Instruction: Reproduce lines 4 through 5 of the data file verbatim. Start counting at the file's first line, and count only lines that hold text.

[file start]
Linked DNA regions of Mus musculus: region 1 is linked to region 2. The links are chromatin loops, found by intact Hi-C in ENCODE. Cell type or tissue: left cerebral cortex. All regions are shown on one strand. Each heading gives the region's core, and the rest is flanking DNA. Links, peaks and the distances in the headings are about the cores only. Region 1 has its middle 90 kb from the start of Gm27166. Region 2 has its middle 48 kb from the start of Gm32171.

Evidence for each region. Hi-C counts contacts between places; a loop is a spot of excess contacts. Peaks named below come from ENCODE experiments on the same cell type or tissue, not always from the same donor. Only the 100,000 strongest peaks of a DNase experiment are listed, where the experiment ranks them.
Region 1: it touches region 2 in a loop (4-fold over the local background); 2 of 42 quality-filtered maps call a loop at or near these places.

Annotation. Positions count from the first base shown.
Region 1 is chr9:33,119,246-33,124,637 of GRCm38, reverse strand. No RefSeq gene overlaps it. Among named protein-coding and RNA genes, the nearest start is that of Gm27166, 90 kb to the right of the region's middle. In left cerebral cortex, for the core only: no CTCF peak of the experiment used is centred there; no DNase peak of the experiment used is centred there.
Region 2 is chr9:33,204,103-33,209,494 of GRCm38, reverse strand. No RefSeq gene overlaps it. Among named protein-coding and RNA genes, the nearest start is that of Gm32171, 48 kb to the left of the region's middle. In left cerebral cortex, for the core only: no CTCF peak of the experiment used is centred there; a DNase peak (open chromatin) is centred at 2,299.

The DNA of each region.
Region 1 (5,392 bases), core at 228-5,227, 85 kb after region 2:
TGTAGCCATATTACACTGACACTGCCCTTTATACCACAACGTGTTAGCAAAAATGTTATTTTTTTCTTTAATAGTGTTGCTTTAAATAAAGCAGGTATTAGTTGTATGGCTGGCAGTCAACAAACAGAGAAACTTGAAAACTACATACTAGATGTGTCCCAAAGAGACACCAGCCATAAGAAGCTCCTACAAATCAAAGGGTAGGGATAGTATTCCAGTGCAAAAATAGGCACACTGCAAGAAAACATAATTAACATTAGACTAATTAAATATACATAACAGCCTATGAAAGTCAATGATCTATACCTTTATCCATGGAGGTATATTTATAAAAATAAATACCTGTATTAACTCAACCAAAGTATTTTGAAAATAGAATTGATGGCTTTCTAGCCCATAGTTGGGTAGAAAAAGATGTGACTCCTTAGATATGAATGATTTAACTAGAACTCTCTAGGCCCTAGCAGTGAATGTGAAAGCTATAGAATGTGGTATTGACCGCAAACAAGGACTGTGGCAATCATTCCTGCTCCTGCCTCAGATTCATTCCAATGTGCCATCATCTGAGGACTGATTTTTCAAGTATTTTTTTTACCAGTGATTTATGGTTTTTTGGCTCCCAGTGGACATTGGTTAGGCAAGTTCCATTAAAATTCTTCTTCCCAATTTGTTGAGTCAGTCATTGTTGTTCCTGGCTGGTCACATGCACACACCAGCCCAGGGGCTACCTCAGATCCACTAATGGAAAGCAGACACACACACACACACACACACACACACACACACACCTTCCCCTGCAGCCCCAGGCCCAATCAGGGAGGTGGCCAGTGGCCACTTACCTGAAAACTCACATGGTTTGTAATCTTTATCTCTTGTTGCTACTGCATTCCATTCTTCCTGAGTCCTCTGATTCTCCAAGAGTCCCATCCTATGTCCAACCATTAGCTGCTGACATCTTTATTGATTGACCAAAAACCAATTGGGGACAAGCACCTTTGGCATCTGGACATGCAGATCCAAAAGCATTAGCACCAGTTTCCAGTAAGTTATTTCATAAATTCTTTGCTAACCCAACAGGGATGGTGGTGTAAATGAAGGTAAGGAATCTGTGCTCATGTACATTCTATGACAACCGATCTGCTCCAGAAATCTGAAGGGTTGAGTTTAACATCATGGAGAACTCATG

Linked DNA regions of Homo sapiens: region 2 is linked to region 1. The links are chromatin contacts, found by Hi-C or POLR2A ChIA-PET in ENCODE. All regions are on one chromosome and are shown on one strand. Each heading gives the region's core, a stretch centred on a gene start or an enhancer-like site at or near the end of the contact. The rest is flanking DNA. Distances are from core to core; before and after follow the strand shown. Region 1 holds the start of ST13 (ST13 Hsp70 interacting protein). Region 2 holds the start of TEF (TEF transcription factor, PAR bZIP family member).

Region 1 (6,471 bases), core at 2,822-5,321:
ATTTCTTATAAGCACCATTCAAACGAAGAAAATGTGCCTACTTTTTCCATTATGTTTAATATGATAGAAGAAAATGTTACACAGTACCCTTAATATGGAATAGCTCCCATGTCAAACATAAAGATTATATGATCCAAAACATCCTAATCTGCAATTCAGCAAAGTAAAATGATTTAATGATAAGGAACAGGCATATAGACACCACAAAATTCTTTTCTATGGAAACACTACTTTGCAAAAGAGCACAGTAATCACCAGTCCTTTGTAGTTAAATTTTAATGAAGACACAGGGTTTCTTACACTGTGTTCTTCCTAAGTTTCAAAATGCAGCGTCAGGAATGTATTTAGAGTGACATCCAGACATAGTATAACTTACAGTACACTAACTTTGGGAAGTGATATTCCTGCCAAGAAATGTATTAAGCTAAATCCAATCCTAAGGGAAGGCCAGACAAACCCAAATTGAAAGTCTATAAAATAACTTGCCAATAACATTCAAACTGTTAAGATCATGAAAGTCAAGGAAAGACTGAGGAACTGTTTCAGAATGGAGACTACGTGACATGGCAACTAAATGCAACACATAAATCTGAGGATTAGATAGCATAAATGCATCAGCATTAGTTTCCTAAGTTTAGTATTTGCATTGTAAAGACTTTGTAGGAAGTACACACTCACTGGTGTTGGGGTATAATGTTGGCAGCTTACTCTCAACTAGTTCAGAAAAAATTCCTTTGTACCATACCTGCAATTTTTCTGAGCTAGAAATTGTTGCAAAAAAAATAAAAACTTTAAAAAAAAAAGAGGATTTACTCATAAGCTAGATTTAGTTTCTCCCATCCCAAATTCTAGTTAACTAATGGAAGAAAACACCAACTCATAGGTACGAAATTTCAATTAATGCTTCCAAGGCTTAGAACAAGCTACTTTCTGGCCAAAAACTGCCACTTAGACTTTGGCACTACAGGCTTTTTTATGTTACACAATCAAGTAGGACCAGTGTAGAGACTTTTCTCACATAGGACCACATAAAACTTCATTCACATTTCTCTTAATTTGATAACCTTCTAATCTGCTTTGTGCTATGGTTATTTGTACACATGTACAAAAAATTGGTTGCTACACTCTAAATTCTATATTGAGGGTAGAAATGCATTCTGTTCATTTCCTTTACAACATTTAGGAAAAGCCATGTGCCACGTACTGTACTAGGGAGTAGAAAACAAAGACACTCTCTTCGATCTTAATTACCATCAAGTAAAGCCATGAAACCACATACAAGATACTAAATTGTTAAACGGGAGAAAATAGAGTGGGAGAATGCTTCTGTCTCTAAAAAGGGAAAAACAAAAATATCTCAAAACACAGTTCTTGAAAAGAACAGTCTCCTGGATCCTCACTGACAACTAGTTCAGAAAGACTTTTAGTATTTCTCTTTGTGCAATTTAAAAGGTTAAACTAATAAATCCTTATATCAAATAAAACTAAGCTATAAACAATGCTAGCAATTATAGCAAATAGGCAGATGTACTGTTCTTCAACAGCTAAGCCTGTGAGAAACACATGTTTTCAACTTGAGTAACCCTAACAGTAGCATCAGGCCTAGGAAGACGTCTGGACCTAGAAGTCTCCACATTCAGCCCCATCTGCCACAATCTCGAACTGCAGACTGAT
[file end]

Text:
Annotation. Positions count from the first base shown.
Region 1 is chr9:33,119,246-33,124,637 of GRCm38, reverse strand. No RefSeq gene overlaps it. Among named protein-coding and RNA genes, the nearest start is that of Gm27166, 90 kb to the right of the region's middle. In left cerebral cortex, for the core only: no CTCF peak of the experiment used is centred there; no DNase peak of the experiment used is centred there.